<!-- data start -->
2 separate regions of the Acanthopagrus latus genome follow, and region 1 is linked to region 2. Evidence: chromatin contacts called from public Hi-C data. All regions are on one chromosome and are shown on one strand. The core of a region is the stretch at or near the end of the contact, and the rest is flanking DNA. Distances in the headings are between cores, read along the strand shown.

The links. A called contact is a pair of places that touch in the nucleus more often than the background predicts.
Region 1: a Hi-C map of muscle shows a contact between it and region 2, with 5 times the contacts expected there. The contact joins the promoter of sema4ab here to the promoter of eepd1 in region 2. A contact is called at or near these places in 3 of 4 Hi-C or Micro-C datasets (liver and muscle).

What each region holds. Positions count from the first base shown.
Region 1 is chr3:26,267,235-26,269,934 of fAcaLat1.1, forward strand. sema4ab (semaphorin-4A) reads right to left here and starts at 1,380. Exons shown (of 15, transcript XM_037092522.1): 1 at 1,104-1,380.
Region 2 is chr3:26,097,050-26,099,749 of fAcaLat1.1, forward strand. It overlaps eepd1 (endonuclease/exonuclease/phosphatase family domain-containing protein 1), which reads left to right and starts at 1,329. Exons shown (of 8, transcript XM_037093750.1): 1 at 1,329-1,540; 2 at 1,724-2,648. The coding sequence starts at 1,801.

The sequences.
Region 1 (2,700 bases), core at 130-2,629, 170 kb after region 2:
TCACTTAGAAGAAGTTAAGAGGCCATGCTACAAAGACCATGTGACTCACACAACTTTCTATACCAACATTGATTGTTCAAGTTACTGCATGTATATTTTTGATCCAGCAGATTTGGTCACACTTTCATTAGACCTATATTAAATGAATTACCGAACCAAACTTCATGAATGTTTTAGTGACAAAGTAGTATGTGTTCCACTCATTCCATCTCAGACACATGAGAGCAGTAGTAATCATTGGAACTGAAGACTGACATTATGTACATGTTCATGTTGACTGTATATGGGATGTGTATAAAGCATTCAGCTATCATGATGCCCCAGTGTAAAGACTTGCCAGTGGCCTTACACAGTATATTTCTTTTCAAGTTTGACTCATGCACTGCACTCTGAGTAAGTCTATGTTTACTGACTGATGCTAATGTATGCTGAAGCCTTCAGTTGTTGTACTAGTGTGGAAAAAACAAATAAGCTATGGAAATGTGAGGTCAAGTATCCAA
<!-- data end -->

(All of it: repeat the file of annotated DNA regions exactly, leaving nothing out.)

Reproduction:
2 separate regions of the Acanthopagrus latus genome follow, and region 1 is linked to region 2. Evidence: chromatin contacts called from public Hi-C data. All regions are on one chromosome and are shown on one strand. The core of a region is the stretch at or near the end of the contact, and the rest is flanking DNA. Distances in the headings are between cores, read along the strand shown.

The links. A called contact is a pair of places that touch in the nucleus more often than the background predicts.
Region 1: a Hi-C map of muscle shows a contact between it and region 2, with 5 times the contacts expected there. The contact joins the promoter of sema4ab here to the promoter of eepd1 in region 2. A contact is called at or near these places in 3 of 4 Hi-C or Micro-C datasets (liver and muscle).

What each region holds. Positions count from the first base shown.
Region 1 is chr3:26,267,235-26,269,934 of fAcaLat1.1, forward strand. sema4ab (semaphorin-4A) reads right to left here and starts at 1,380. Exons shown (of 15, transcript XM_037092522.1): 1 at 1,104-1,380.
Region 2 is chr3:26,097,050-26,099,749 of fAcaLat1.1, forward strand. It overlaps eepd1 (endonuclease/exonuclease/phosphatase family domain-containing protein 1), which reads left to right and starts at 1,329. Exons shown (of 8, transcript XM_037093750.1): 1 at 1,329-1,540; 2 at 1,724-2,648. The coding sequence starts at 1,801.

The sequences.
Region 1 (2,700 bases), core at 130-2,629, 170 kb after region 2:
TCACTTAGAAGAAGTTAAGAGGCCATGCTACAAAGACCATGTGACTCACACAACTTTCTATACCAACATTGATTGTTCAAGTTACTGCATGTATATTTTTGATCCAGCAGATTTGGTCACACTTTCATTAGACCTATATTAAATGAATTACCGAACCAAACTTCATGAATGTTTTAGTGACAAAGTAGTATGTGTTCCACTCATTCCATCTCAGACACATGAGAGCAGTAGTAATCATTGGAACTGAAGACTGACATTATGTACATGTTCATGTTGACTGTATATGGGATGTGTATAAAGCATTCAGCTATCATGATGCCCCAGTGTAAAGACTTGCCAGTGGCCTTACACAGTATATTTCTTTTCAAGTTTGACTCATGCACTGCACTCTGAGTAAGTCTATGTTTACTGACTGATGCTAATGTATGCTGAAGCCTTCAGTTGTTGTACTAGTGTGGAAAAAACAAATAAGCTATGGAAATGTGAGGTCAAGTATCCAA